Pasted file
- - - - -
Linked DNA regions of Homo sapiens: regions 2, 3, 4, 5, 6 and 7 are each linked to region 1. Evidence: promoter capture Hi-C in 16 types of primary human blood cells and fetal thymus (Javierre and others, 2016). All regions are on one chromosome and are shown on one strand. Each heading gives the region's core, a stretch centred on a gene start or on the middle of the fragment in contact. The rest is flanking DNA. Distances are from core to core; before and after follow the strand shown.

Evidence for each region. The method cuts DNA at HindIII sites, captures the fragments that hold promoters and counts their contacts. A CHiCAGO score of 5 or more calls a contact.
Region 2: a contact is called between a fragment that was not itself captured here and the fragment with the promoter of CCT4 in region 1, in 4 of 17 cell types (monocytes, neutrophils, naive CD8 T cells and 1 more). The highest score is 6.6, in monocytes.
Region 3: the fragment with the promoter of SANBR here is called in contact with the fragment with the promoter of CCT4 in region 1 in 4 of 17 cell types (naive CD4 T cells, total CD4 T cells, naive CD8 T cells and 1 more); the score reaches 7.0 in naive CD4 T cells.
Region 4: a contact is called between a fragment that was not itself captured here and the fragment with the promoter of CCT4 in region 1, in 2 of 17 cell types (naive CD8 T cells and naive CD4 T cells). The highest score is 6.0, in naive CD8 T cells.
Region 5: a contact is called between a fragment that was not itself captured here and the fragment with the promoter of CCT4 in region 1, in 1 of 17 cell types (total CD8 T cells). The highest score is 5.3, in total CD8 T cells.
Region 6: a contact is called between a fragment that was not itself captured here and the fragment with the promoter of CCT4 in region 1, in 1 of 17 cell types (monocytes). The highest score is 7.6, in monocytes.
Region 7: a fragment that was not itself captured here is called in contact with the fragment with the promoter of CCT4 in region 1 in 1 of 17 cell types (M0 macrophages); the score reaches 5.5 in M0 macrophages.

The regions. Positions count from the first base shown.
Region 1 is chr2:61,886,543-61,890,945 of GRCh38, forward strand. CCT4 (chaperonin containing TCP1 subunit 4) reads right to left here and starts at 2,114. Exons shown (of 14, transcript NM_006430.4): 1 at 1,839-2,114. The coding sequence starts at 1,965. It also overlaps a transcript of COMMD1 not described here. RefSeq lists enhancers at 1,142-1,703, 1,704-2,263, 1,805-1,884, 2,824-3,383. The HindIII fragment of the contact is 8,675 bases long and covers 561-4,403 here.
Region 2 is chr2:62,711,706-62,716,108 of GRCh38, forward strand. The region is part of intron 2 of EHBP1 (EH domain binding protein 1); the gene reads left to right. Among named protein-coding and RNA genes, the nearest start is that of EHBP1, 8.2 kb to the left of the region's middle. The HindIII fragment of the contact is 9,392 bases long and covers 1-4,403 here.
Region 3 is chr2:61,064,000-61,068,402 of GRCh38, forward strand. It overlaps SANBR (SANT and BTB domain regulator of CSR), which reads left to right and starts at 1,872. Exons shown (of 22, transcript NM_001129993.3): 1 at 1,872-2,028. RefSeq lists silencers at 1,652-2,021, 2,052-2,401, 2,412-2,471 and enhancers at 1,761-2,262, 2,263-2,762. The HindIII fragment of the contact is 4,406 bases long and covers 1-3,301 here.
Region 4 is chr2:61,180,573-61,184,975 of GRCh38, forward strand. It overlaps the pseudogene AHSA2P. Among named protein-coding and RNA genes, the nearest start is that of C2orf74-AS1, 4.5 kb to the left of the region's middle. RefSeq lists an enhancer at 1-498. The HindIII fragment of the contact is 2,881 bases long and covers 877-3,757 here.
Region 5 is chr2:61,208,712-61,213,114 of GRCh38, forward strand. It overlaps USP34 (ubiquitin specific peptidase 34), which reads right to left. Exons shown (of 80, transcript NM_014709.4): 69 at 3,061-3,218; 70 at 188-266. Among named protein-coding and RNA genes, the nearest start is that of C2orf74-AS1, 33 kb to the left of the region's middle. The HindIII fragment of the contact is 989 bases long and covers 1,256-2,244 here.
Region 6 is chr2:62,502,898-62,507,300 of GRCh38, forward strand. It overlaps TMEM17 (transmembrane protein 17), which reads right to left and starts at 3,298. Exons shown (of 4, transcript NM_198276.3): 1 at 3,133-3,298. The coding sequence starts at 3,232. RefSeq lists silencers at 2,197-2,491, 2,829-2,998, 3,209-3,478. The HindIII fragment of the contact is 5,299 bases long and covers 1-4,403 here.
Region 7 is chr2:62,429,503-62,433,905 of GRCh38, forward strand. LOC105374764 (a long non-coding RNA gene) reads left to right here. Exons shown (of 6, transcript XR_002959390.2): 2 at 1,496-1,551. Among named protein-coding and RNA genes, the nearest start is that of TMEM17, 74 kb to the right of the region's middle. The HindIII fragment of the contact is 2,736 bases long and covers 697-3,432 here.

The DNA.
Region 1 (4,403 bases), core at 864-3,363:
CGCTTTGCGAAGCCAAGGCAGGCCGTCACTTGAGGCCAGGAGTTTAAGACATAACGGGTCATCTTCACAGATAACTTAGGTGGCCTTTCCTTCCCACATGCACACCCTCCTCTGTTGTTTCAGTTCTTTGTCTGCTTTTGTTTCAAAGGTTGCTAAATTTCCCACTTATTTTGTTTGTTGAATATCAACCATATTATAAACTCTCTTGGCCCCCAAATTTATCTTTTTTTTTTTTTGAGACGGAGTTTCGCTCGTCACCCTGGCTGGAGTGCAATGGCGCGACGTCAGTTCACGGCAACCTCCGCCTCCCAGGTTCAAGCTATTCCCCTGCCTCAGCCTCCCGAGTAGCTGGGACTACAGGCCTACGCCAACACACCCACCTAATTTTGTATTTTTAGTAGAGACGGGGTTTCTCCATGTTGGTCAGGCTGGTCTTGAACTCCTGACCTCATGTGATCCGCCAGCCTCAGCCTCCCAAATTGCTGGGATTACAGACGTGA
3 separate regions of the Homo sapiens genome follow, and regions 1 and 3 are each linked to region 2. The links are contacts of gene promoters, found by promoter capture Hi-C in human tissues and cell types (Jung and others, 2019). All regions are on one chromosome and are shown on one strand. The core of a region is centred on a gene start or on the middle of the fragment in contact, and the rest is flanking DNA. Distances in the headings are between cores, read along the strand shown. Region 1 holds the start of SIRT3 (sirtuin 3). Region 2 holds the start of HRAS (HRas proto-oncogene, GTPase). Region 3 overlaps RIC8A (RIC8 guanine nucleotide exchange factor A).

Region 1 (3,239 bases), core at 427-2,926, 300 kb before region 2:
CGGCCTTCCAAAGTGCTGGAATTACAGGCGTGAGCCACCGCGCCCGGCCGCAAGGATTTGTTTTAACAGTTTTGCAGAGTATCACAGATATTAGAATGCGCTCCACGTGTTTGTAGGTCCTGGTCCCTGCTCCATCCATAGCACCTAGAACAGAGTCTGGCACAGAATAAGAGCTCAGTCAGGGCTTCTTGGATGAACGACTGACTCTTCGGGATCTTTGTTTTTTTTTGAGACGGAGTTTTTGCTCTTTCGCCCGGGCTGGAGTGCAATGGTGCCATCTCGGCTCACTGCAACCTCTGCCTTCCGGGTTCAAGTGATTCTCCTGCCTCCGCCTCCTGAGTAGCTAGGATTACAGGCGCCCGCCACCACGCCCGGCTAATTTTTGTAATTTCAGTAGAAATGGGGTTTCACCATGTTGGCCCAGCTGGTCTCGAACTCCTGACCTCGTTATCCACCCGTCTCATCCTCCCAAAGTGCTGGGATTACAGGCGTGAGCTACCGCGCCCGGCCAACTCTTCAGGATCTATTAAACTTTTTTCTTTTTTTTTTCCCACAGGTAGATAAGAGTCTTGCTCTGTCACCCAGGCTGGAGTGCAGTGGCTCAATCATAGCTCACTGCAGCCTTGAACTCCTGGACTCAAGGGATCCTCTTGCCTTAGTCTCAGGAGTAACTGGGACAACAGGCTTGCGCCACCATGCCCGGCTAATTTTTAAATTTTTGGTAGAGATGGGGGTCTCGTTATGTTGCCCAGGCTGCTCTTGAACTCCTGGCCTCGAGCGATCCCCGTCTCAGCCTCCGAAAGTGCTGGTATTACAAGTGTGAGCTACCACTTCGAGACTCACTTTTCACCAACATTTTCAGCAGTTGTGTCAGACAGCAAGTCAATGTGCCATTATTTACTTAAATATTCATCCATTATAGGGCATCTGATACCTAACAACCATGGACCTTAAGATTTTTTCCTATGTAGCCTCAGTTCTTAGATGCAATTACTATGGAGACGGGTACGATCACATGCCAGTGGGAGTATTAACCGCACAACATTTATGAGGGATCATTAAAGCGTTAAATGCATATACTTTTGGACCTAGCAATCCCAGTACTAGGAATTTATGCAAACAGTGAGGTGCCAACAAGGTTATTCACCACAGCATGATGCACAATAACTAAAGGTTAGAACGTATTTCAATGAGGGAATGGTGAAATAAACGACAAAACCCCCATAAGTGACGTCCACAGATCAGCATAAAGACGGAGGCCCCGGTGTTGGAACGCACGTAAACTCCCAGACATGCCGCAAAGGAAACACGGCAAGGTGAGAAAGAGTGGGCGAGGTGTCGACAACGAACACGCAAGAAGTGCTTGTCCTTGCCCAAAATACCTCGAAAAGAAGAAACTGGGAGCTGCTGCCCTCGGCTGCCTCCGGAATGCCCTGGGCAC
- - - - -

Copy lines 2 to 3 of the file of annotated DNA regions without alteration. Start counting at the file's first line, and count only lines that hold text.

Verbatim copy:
Evidence for each region. The method cuts DNA at HindIII sites, captures the fragments that hold promoters and counts their contacts. A CHiCAGO score of 5 or more calls a contact.
Region 2: a contact is called between a fragment that was not itself captured here and the fragment with the promoter of CCT4 in region 1, in 4 of 17 cell types (monocytes, neutrophils, naive CD8 T cells and 1 more). The highest score is 6.6, in monocytes.